my realtor brings me xmas gifts but not this year. I wonder why.

Anonymous said...

Crash Proof is probably the best investment I ever made!

Davey Jones said...

I've gone off Peter Schiff since I saw him on the Daily Show blaming the Democrats for the current stock market woes (!)

Suzanne said...

House lottery? Why not? Baltimore and DC had very successful lotteries for boarded up city-owned houses.

Anonymous said...

I can't wait until these dumb animals called Americans put either Clinton or McShitstain in office and make 50 million third world welfare cases Americans. You think you have it bad now. In a year you have a deppression and all of Mexico to feed clothe house and provide medical care for. Americans will have the lowest living standards on the planet. Viva la dumbas gringos.

mortgage mayhem said...

The victim mentality is now sweeping the nation's 'underwater investors' -- especially with the lawyers smelling blood in the water.

You can be sure they're 'coaching' their clients to avoid mentioning that their primary reason for jumping into the NAR Ponzi scheme was greed.

Let the legal games begin!

Anonymous said...

Here's an interesting interview with Jim Rogers, by phone from Singapore:

"I'm extremely worried," he says. "I have been for a while, but I just see things getting much worse this time around than I expected." To Rogers, a longtime Fed critic, Bernanke's decision to ride to the market's rescue with a 75-basis-point cut in the Fed's benchmark rate only a week before its scheduled meeting (at which time they cut it another 50 basis points) is the latest sign that the central bank isn't willing to provide the fiscal discipline that he thinks the economy desperately needs.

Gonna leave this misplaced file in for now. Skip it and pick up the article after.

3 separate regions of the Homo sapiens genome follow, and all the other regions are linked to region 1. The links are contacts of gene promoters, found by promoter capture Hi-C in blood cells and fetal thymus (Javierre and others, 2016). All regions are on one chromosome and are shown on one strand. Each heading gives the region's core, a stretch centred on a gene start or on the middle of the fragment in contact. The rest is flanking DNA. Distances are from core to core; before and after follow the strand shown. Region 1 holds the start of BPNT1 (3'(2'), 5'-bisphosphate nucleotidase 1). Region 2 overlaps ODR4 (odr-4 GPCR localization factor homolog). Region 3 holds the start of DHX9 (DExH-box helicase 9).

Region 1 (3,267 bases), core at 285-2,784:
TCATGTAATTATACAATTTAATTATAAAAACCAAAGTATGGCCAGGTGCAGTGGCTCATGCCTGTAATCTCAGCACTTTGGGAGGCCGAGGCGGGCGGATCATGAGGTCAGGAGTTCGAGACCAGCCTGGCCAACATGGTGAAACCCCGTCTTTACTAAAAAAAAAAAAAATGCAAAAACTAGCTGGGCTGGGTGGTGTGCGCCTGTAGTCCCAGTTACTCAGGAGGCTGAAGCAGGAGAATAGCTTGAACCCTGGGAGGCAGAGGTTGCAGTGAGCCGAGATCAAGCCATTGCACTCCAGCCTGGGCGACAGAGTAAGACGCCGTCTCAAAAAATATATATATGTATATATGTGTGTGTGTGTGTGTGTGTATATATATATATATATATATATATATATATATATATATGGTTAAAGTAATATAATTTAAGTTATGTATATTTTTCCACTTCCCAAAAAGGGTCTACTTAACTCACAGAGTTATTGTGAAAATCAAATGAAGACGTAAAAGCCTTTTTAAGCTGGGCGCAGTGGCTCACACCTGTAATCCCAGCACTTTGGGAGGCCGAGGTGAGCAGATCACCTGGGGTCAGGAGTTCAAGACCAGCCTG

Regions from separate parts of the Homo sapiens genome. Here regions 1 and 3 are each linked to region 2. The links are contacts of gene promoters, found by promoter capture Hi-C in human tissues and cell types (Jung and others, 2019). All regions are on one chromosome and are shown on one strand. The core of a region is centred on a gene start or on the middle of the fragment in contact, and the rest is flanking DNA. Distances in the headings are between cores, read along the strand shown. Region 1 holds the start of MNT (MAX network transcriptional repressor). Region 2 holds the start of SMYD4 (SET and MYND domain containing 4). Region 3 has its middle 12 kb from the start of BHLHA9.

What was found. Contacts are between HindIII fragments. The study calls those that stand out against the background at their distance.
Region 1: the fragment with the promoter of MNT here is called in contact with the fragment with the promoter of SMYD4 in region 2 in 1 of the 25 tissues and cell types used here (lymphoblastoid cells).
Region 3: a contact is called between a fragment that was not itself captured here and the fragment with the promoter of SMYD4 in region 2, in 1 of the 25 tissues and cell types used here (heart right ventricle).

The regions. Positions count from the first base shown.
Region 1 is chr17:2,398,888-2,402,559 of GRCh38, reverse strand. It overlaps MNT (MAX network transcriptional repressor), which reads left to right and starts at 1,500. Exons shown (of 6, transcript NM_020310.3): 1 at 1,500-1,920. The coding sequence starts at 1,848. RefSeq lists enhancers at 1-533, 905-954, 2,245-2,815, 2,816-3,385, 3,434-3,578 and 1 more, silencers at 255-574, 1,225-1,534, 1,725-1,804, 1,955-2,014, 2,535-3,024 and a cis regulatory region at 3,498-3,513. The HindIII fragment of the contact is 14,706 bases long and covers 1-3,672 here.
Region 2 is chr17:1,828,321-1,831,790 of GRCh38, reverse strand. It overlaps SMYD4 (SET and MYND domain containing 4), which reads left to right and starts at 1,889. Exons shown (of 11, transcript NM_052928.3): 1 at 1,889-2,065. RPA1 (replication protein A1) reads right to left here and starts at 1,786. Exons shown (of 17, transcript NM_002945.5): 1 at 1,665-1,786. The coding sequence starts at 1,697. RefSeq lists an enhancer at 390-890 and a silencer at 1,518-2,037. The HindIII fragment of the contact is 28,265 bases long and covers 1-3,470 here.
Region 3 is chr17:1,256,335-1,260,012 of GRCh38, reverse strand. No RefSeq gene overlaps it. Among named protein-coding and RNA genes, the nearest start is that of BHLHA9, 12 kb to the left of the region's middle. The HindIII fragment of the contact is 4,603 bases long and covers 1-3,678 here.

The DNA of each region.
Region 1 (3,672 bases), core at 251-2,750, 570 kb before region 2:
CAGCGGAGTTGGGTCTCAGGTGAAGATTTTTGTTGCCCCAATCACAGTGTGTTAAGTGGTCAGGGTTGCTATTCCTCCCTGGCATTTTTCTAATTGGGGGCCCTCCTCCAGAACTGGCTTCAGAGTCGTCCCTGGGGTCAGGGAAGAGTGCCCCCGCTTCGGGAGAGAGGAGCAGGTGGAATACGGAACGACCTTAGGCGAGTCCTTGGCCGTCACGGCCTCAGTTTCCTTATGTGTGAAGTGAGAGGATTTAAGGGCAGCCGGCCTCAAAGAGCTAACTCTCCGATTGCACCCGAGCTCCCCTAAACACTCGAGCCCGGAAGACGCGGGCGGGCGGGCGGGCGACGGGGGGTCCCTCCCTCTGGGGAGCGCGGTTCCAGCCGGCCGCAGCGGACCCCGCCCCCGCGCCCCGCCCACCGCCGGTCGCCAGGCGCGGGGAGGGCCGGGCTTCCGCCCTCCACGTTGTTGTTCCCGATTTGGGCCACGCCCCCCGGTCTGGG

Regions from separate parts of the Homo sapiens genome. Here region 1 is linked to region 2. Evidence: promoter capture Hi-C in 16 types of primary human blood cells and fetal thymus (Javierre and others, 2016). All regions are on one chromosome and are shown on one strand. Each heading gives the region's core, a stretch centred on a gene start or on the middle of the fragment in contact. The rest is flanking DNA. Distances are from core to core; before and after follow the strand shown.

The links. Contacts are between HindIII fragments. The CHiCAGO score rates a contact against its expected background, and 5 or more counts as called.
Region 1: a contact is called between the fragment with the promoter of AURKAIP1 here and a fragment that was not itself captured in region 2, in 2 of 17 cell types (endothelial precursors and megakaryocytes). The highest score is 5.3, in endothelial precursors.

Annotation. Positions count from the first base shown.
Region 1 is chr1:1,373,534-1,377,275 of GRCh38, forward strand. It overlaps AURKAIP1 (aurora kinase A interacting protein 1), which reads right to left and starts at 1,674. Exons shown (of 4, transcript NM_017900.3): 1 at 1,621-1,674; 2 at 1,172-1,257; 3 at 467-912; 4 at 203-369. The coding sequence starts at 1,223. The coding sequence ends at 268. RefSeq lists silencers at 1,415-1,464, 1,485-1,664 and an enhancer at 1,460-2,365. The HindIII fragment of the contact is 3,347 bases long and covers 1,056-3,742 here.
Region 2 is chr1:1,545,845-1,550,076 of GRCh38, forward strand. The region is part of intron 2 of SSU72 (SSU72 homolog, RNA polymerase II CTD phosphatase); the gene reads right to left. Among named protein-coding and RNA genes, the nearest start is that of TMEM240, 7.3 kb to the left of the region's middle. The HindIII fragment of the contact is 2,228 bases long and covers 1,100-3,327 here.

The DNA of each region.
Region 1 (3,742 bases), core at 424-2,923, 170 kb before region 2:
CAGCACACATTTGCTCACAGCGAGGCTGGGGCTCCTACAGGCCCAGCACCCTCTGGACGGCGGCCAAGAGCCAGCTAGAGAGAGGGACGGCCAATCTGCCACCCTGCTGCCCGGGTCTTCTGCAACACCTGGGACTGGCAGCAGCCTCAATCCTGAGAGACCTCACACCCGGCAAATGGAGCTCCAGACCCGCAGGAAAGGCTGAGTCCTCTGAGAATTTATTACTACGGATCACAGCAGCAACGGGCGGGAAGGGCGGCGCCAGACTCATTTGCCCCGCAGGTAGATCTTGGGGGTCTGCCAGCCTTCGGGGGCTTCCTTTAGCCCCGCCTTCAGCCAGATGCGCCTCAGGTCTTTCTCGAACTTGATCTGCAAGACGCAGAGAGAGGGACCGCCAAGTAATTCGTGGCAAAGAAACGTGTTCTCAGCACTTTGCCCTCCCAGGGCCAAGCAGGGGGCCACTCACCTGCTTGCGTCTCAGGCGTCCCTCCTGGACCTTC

Anonymous said...

Pleas forgive this slightly of topic post.
Sub Prime Collateral Damage
Banking giant blocks 160,000 customers' credit cards in crackdown on out-of-control debts (Daily Mail UK)
By BECKY BARROW and JAMES CONEY - » Last updated at 11:13am on 2nd February 2008

Customers are spending over their credit limit or failing to make even minimum repayments
A banking giant is banning 160,000 debt-ridden customers from using their credit cards.
They will receive letters in the next few days warning them their Egg credit cards will stop working in 35 days' time.
It is the first time a credit card company has resorted to such a drastic move to curb over-spending, but others are expected to follow their lead as the global credit crunch tightens its squeeze on the beleaguered banking industry.
If they do follow suit, it could lead to a crisis on the high street, because credit card spending has fuelled the "spend, not save" shopping culture.
Many adults rely on their credit cards to pay for a lifestyle that they cannot afford.
Yesterday Egg said its dramatic move affects 7 per cent of its two million credit card customers.
They are being targeted because they have a "higher than acceptable risk profile", said the company.
This typically means they are spending over their credit limit or failing to make even minimum repayments every month.
P.S. What % of today’s credit card debt will never be repaid?. Will AMEX be the next?

Anonymous said...

the central bank isn't willing to provide the fiscal discipline that he thinks the economy desperately needs.

The two words, fiscal and discipline, should never be used together in a sentence with the word government. The result would not even be part of the english language.